French Train Crash Kills 7 Children
A train slammed into a bus carrying schoolchildren at a railroad crossing in the French Alps on Monday, killing seven children and injuring 24 people, regional officials said.
The bus was carrying 50 middle-school students, five adults and a driver on a field trip to a historic village on the shores of Lake Geneva, according to the gendarmes service in the Haute-Savoie region.
The collision ripped off part of the bus' rear and caused its roof to cave in.
The seven dead were all children on the bus, according to the regional administration.
Three of the injured bus passengers were in serious condition. Several passengers on the train, on a route between Evian in France and Geneva, Switzerland, also had light injuries. Authorities had originally said 30 people were injured.
The accident occurred near the town of Allinges, near the Swiss border.
The SNCF train authority said it appeared the train crossing was functioning normally at the time of the accident, and that investigations were under way to find out the cause of the accident.
The drivers of both the bus and train were in shock, gendarmes said.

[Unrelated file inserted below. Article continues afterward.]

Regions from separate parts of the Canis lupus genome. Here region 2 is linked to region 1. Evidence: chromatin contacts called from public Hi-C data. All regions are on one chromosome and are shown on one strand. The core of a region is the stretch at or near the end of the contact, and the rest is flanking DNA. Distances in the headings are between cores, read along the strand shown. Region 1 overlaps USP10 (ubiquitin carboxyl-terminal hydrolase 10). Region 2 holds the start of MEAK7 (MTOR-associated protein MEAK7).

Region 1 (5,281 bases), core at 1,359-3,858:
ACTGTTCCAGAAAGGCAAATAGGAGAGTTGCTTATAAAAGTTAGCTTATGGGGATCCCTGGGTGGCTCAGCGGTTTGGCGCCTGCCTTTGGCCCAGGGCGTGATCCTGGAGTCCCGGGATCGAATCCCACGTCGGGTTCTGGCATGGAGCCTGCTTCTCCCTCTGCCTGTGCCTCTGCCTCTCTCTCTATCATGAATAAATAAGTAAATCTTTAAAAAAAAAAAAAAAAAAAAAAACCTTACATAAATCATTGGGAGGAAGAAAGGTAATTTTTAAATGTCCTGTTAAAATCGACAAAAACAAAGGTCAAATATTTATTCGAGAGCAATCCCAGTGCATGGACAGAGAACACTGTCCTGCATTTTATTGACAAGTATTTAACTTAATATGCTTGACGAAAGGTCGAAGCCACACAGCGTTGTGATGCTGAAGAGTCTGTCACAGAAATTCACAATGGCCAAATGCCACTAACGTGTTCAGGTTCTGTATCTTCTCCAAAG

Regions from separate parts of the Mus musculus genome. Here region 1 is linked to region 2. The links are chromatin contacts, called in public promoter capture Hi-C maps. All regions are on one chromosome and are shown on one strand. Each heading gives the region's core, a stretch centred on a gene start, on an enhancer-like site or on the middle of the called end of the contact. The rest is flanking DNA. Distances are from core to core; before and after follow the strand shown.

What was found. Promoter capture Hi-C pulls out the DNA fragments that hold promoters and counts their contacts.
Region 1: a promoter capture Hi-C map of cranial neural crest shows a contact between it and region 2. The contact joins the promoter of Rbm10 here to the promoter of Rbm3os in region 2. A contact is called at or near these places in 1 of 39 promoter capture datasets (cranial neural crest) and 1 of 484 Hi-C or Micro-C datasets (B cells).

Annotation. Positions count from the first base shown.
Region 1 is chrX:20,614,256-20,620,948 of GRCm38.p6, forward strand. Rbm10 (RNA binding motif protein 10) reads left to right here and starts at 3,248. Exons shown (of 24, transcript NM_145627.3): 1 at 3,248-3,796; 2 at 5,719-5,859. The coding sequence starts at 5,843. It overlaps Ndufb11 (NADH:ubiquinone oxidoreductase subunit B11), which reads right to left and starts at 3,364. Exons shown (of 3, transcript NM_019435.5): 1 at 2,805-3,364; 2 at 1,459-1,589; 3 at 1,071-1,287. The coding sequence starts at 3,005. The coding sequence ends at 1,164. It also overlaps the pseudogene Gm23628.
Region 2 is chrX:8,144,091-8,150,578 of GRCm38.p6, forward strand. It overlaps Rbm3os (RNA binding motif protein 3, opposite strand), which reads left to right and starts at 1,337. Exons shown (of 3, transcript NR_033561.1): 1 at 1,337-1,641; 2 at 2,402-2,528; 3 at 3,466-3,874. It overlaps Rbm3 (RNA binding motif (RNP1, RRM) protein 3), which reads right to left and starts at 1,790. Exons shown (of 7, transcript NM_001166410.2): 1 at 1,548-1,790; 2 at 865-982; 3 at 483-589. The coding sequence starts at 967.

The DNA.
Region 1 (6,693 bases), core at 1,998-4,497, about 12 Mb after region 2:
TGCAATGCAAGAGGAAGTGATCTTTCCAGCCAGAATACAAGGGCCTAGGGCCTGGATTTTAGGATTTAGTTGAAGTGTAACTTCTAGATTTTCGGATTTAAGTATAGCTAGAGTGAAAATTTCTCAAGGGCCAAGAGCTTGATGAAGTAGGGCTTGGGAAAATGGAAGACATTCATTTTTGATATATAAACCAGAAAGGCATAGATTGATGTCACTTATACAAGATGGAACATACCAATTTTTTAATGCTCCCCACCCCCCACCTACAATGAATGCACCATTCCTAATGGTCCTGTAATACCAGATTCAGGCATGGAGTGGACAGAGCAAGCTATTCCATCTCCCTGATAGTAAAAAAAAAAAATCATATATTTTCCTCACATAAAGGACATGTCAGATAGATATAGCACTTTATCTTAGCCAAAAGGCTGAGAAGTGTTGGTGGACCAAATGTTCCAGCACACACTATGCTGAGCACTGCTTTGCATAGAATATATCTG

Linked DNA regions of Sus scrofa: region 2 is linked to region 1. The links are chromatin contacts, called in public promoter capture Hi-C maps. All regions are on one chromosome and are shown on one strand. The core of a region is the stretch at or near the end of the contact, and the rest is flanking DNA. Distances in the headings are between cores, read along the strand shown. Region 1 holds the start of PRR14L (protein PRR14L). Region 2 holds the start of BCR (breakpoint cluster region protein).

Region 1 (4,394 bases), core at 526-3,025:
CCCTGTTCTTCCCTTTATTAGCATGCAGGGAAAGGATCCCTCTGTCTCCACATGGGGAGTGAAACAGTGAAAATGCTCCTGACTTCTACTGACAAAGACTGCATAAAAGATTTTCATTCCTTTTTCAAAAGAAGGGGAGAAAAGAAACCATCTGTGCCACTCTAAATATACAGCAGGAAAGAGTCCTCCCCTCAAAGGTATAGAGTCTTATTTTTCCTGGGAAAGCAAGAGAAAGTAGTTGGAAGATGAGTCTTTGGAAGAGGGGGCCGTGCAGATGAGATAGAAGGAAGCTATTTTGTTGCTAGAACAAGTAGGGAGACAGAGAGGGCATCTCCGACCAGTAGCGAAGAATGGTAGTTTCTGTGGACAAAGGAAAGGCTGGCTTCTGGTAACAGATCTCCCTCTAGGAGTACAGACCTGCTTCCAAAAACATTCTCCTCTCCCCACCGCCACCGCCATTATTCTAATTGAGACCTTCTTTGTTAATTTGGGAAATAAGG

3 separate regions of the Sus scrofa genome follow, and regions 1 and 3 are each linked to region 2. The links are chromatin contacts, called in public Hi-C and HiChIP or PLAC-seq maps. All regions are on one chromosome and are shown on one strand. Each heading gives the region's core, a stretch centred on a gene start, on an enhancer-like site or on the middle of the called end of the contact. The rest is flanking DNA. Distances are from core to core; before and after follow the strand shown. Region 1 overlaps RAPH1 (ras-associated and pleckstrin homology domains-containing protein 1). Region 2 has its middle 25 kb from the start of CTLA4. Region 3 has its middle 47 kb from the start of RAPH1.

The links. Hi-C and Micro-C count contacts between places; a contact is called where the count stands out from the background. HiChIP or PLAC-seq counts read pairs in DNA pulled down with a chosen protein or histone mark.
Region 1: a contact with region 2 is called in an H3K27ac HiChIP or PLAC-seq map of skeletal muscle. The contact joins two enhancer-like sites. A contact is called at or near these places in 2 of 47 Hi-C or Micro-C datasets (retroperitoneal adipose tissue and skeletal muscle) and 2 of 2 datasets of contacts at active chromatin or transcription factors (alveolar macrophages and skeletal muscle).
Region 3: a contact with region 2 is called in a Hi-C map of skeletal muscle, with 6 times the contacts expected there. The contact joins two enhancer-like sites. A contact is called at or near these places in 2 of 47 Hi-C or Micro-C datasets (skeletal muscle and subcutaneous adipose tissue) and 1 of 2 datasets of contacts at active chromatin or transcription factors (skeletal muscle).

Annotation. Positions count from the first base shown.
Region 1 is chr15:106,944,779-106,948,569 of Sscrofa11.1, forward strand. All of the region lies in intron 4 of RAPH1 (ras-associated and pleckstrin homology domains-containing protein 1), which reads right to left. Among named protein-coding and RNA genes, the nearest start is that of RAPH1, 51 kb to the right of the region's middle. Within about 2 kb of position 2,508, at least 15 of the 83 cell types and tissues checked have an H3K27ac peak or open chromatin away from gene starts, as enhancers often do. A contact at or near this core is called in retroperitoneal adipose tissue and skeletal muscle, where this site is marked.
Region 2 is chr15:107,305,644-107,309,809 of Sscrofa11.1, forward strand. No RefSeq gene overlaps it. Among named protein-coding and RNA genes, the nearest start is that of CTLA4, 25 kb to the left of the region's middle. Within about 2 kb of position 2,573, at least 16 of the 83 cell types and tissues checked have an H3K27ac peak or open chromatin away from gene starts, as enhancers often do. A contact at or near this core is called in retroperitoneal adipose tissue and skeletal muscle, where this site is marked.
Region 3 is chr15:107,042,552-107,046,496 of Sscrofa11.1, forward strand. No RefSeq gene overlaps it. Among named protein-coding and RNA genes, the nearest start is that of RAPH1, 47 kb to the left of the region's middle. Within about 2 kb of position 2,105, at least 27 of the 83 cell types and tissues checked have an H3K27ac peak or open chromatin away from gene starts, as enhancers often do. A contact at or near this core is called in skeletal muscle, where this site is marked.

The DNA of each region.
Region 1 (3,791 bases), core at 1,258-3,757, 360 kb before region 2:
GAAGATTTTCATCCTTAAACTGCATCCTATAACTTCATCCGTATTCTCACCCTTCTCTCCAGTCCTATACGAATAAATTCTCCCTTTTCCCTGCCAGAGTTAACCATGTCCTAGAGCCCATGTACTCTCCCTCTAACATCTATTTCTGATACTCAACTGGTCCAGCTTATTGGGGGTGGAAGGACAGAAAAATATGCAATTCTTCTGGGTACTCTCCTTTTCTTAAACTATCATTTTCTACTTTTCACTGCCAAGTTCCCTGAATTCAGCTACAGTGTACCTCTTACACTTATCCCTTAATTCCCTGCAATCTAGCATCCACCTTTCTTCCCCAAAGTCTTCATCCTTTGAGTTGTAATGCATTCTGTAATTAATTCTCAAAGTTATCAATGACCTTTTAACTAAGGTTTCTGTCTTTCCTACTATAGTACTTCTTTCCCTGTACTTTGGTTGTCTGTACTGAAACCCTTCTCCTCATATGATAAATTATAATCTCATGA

Interior Minister Michele Alliot-Marie, junior minister for transport Dominique Bussereau, and the head of the SNCF, Guillaume Pepy, visited the site. French President Nicolas Sarkozy paid tribute to the victims during a speech on education in the presidential palace Monday.
"All we can do, unfortunately, is hope that there will be as few victims as possible," Sarkozy said. The president's office said he planned to visit the crash site Tuesday.
The interior minister said an administrative inquiry would be opened parallel to the judicial investigation.
The crash was one of the deadliest accidents in years at a French train crossing. In 1997, a crash between a regional train and a truck in southwest France killed 13 people and injured 42. In 2003, a collision between a car and a regional train in northern France killed five people.